In John 10:30 Jesus says:
I and the Father are one.
How does this simple line undo the popular Western understanding of God?
Welcome to 50-for-50. This post is part of a collection of 50 things I’m doing involving the number 5 to celebrate my 50th trip around the sun. Over the next year, I will highlight 50 things from the Bible that have most shaped my thoughts on faith and life. You can read all 50 Bible reflections here or sign up for a full 50-for-50 weekly recaps here.
John 10 Then
As John 10 opens Jesus had just healed a man born blind and launches into his Good Shepherd discourse. As the discourse closes, the people John describes as “the Jews” hold divided opinions of him. Some think he is a demon or insane. Others find his works, especially healing a man born blind, amazing. But the lack of clarity doesn’t last long.
As John 10 continues, Jesus finds himself at the Feast of Dedication in Jerusalem, and “the Jews” again come to him, this time directly asking him if he is the Christ. Jesus response: “I and the Father are one.”
Now undivided, “the Jews” pick up stones to stone him for committing blasphemy, specifically making himself God.
The point is, that John leaves no room for ambiguity about what it means for Jesus to be one with the God he calls Father.
But John 10 isn’t the only place in the Bible that describes Jesus and the God he calls Father as one. In Colossians Paul writes:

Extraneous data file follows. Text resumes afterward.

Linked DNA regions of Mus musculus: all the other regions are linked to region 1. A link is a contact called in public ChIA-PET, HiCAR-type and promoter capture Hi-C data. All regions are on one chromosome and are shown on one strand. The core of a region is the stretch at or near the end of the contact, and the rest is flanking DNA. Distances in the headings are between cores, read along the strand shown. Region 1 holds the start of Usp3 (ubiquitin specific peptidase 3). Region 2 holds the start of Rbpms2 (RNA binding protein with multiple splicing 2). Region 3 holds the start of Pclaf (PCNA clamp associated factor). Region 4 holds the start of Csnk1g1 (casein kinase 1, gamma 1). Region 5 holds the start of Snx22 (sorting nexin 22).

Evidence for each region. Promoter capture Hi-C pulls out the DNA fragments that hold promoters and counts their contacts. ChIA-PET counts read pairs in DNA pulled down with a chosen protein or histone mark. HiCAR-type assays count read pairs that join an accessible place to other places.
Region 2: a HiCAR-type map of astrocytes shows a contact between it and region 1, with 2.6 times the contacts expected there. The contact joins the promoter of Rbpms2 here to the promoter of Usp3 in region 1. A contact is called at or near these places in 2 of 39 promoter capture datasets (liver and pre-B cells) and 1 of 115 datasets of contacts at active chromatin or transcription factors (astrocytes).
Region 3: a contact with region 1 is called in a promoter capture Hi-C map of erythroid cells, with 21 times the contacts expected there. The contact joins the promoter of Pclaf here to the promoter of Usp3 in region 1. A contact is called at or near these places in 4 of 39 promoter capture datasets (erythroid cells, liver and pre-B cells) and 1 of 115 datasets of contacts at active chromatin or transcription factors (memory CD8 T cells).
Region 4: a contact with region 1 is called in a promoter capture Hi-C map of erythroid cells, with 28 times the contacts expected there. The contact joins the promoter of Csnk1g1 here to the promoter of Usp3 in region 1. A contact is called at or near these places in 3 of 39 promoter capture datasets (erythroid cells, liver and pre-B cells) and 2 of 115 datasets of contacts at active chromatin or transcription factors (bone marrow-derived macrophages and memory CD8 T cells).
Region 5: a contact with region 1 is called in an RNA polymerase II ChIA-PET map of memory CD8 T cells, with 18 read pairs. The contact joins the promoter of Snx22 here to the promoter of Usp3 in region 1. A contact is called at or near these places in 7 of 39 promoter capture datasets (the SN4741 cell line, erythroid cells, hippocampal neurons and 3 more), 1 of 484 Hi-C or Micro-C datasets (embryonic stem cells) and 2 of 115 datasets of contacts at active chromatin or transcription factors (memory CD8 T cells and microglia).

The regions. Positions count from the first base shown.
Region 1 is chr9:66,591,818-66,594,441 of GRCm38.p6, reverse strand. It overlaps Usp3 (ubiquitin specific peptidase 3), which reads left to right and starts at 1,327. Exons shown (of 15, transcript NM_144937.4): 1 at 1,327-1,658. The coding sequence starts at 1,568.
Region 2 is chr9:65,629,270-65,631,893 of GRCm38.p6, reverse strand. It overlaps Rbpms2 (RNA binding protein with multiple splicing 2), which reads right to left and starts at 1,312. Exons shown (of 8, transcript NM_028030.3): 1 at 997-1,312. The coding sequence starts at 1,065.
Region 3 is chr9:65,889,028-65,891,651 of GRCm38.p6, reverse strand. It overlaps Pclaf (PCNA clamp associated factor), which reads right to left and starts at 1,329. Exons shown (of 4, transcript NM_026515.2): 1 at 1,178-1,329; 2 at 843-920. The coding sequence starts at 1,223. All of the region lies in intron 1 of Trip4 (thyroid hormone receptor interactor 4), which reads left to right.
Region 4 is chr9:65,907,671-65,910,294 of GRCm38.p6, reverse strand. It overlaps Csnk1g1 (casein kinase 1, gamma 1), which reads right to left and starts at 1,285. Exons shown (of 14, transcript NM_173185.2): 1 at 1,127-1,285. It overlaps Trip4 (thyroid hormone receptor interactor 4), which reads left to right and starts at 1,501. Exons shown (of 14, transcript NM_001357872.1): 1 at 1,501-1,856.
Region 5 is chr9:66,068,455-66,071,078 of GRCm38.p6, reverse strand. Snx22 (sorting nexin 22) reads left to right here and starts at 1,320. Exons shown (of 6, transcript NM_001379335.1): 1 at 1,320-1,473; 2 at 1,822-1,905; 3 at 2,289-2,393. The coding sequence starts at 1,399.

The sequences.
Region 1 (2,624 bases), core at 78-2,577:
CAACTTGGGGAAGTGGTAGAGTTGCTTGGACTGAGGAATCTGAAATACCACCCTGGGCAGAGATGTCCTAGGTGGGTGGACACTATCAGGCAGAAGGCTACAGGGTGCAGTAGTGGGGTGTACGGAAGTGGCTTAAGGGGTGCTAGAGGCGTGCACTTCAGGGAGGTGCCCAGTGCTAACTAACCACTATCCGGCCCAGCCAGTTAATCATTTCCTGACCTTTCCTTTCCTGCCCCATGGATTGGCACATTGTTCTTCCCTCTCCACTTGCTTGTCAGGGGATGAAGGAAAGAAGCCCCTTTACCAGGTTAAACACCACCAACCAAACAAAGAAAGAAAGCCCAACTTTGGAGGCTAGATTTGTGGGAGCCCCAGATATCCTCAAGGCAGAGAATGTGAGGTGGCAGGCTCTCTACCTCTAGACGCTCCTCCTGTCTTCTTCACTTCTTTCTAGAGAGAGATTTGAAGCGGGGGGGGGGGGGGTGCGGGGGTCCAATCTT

For in Christ lives all the fullness of God in a human body.Colossians 2:9 (NLT)
The author of the letter to the Hebrews does the same:
Long ago God spoke many times and in many ways to our ancestors through the prophets. And now in these final days, he has spoken to us through his Son. God promised everything to the Son as an inheritance, and through the Son he created the universe. The Son radiates God’s own glory and expresses the very character of God, and he sustains everything by the mighty power of his command. When he had cleansed us from our sins, he sat down in the place of honor at the right hand of the majestic God in heaven.Hebrews 1:1-3 (NLT)
But how does Jesus being one with God undo the popular Western understanding of God?
The Divided Western God
When Western Christendom talks about God, it divides the identity of Jesus and the God he calls Father.
God, they say, is holy and sinful humans cannot come near a holy God. And yet Jesus doesn’t only walk in our midst but physically touches us. If Jesus and God were the same, this couldn’t happen unless Jesus wasn’t human but wearing a divine inferno-resistant suit that looked like human skin.
However, if we look at the Eastern Church, they have a unified understanding of God. I’ll let this priest explain (lots of people on YouTube do this, but as far as I can tell, he was the first):
The Root Problem In The West
What is the root problem in the West? We do not understand what it means for God to be holy.
I’ll take up that next week.